(c) 2014 Race Results Weekly, all rights reserved. Used with permission.
NEW YORK — After Mary Cain stepped off the track last August at the 2013 IAAF World Championships following her tenth place finish in the 1500m final, the 17-year-old believed her season was over. For many, the end of the world championships brings a nice break from training, a chance to relax and put the running shoes away for a few weeks.
That wasn’t the case for Cain. Coached by Alberto Salazar, Cain’s next phase of training began less than 24 hours after becoming the youngest finalist in world championships 1500m history. Her focus for the next five months: improving her form.
“I started off literally the day after I raced in Moscow. Alberto was like ‘Oh you know that two week break? That isn’t happening. Go out there and run an 800m,'” Cain recalled in an interview here today, her facial expression showing the initial shock.
Since that day — August 16, 2013 — much has changed for Cain. She has turned professional, signing with PACE Sports Management and the Nike Oregon Project. Cain also started her senior year at Bronxville High School, just outside of New York City. And, alas, Cain has been fine tuning her running mechanics.
“Alberto took me on because I am a young athlete and I am still malleable,” Cain said, speaking at The New Balance Track & Field Center at The Armory. “It’s one of those things where we went hard with the form changes.”
In the weeks and months since the outdoor season concluded, Cain’s primary objective has been to work on her hips. Observing past race photos, one may recognize that Cain had a tendency to appear as if she was sitting. With the help of Salazar, Cain has worked to make sure her hips are now a bit further back.
In addition, she’s slightly altered her breathing and the movement of her arms.
RELATED: Cain To Headline NB Grand Prix
If her professional debut on Friday night was any indication, Cain’s finely tuned focus has been beneficial. As part of a workout, Cain raced the 500m and 800m at the NYC Gotham Cup, placing second and first, respectively.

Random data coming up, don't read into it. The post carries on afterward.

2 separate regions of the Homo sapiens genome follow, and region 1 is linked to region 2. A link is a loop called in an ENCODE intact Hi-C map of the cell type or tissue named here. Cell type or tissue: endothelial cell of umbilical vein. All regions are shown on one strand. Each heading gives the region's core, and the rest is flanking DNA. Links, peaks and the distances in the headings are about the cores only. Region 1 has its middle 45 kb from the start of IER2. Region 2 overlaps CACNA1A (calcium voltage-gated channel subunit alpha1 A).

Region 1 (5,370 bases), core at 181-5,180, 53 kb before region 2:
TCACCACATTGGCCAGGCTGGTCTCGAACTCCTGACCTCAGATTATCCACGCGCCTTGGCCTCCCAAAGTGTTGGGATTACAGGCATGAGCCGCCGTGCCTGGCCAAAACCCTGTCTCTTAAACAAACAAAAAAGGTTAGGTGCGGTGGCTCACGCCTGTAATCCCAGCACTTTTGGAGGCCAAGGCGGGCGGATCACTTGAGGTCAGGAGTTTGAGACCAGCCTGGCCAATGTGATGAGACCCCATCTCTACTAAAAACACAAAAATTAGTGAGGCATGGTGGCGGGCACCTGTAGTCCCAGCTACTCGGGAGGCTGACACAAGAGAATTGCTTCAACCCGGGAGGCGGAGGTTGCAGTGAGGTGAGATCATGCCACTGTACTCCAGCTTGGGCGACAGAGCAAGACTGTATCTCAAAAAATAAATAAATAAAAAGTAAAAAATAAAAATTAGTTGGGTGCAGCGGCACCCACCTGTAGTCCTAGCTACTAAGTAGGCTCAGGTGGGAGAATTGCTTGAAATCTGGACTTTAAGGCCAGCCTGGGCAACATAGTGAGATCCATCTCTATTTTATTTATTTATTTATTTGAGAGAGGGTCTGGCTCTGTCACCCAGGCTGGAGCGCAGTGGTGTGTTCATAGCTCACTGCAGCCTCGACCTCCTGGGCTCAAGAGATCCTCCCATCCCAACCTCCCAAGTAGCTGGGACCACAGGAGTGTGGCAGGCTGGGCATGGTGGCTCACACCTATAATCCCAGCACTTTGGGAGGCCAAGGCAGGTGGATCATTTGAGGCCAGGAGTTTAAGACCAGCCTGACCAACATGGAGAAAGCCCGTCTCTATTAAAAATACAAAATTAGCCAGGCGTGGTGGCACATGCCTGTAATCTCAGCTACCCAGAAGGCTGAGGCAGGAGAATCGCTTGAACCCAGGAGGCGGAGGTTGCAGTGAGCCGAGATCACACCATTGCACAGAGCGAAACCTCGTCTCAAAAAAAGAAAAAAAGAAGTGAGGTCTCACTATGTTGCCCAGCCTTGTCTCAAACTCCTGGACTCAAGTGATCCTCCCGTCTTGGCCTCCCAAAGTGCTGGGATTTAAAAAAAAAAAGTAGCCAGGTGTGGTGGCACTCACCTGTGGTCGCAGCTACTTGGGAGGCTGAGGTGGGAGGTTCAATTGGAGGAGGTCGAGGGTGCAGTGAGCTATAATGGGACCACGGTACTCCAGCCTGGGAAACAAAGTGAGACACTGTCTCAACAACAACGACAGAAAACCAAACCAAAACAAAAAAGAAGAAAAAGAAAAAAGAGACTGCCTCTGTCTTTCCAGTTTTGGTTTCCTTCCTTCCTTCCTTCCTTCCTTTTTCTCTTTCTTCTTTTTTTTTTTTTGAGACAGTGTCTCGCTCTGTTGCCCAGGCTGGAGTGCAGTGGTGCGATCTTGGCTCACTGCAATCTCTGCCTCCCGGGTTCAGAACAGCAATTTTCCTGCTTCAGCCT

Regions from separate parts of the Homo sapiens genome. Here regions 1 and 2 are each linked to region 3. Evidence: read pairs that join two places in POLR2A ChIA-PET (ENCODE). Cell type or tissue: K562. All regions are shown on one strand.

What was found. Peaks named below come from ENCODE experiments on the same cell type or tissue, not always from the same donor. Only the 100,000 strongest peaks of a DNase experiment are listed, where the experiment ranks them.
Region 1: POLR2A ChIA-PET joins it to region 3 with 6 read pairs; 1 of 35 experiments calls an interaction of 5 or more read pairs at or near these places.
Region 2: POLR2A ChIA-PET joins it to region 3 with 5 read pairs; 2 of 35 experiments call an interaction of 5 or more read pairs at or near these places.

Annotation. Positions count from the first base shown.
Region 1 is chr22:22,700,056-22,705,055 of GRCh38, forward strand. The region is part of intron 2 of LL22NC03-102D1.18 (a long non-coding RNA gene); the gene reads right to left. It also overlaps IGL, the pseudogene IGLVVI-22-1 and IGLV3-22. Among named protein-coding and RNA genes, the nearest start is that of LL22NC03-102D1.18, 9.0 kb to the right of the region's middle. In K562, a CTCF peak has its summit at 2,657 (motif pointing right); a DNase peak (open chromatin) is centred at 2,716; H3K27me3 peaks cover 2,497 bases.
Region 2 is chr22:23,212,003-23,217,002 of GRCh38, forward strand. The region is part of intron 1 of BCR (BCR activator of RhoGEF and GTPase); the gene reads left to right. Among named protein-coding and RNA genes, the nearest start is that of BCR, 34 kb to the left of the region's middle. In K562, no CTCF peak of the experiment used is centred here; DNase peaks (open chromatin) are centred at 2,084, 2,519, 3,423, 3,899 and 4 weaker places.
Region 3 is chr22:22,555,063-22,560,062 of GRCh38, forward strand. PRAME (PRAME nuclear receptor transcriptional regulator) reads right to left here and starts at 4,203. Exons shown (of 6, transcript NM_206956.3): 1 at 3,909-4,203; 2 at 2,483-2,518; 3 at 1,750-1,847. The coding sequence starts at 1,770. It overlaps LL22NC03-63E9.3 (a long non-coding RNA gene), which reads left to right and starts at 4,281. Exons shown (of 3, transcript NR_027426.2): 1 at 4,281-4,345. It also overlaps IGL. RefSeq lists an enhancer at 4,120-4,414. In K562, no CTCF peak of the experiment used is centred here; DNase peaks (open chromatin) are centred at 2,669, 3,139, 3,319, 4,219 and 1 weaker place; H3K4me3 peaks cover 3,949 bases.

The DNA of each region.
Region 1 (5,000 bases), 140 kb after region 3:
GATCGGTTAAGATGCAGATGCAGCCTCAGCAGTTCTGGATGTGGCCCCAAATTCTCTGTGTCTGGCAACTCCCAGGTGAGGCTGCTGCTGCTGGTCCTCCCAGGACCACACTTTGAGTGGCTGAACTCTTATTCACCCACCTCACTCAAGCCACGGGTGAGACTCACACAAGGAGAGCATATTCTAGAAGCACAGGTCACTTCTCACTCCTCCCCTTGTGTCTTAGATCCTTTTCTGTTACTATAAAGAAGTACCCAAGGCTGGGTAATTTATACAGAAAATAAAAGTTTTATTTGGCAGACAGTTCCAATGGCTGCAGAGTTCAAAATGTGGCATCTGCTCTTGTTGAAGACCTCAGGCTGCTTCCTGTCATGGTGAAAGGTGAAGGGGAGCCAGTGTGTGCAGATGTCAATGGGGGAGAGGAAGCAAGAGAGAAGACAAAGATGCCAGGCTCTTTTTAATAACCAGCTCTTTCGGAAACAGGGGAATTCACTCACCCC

In the 500m, Cain began from the back and gradually worked her way up towards Jamaica’s Sophia Smellie. Smellie would win in 1:11.63, with Cain less than a second back in 1:12.43. Cain’s time is the seventh fastest high school mark of all-time in the discipline.
Roughly 30 minutes later, Cain returned to the track for an 800m. The race began with a bit of a misstep, as Cain’s legs got caught on a competitor. But Cain reacted immediately, staying on her feet and cruising away to an easy win in 2:08.51.
“In that 800m, I tried to calm myself down and work on getting my hips a little farther back. When I kick I tend to be a little bit too tight and all over the place,” said Cain, sporting a small cut on her right knee from a competitor’s spike. “But the hips right now have been the most important part.”
Recently, Cain hit the 60 mile-per-week mark in training, getting close to what she routinely ran in 2013. While her specific focus may have changed more towards mechanics, Cain insists that running as a professional isn’t all that different from competing as a high schooler, which she did for the past three years.
“The only thing about being a pro now is that I am doing the same exact thing as last year except I am getting paid for it,” she said. “That’s the thing a lot of people don’t realize … I feel like this is just the next step.”
Cain has a busy racing schedule this indoor season: Next up is a 1000m contest at Boston University on Thursday, then a mile at the BU Terrier Invitational on the weekend of Jan. 24, followed by a 2000m race at the New Balance Indoor Grand Prix on Feb. 8.
A week later, Cain will return to The Armory for the NYRR Millrose Games. There she will race the 800m against friend Ajee’ Wilson, Iceland’s Anita Hinriksdottir, and Jamaica’s Natoya Goule. Goule is the reigning NCAA Champion.
Upon returning to her home track, Cain hopes to achieve something special.
“I’m very excited,” Cain said. “One thing I would like to do for the sport is try to encourage people.”